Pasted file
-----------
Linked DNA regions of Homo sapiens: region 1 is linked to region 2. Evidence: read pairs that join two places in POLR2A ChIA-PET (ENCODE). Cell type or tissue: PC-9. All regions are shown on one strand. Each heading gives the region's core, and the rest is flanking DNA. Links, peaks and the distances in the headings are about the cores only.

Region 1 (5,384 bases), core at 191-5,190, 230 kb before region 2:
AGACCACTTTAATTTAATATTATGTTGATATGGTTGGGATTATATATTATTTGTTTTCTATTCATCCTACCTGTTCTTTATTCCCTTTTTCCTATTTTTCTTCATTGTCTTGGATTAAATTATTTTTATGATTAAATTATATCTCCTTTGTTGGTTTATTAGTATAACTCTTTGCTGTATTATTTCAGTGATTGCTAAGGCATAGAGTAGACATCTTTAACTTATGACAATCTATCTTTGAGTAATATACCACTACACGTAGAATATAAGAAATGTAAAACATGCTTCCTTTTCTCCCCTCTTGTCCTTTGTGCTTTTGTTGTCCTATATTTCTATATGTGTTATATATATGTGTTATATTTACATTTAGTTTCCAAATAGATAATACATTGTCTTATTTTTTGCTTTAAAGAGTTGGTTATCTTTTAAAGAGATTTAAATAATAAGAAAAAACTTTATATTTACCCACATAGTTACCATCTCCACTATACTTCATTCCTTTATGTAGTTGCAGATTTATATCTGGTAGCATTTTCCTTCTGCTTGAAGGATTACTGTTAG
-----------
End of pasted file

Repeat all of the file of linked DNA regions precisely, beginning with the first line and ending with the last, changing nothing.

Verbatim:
Linked DNA regions of Homo sapiens: region 1 is linked to region 2. Evidence: read pairs that join two places in POLR2A ChIA-PET (ENCODE). Cell type or tissue: PC-9. All regions are shown on one strand. Each heading gives the region's core, and the rest is flanking DNA. Links, peaks and the distances in the headings are about the cores only.

Region 1 (5,384 bases), core at 191-5,190, 230 kb before region 2:
AGACCACTTTAATTTAATATTATGTTGATATGGTTGGGATTATATATTATTTGTTTTCTATTCATCCTACCTGTTCTTTATTCCCTTTTTCCTATTTTTCTTCATTGTCTTGGATTAAATTATTTTTATGATTAAATTATATCTCCTTTGTTGGTTTATTAGTATAACTCTTTGCTGTATTATTTCAGTGATTGCTAAGGCATAGAGTAGACATCTTTAACTTATGACAATCTATCTTTGAGTAATATACCACTACACGTAGAATATAAGAAATGTAAAACATGCTTCCTTTTCTCCCCTCTTGTCCTTTGTGCTTTTGTTGTCCTATATTTCTATATGTGTTATATATATGTGTTATATTTACATTTAGTTTCCAAATAGATAATACATTGTCTTATTTTTTGCTTTAAAGAGTTGGTTATCTTTTAAAGAGATTTAAATAATAAGAAAAAACTTTATATTTACCCACATAGTTACCATCTCCACTATACTTCATTCCTTTATGTAGTTGCAGATTTATATCTGGTAGCATTTTCCTTCTGCTTGAAGGATTACTGTTAG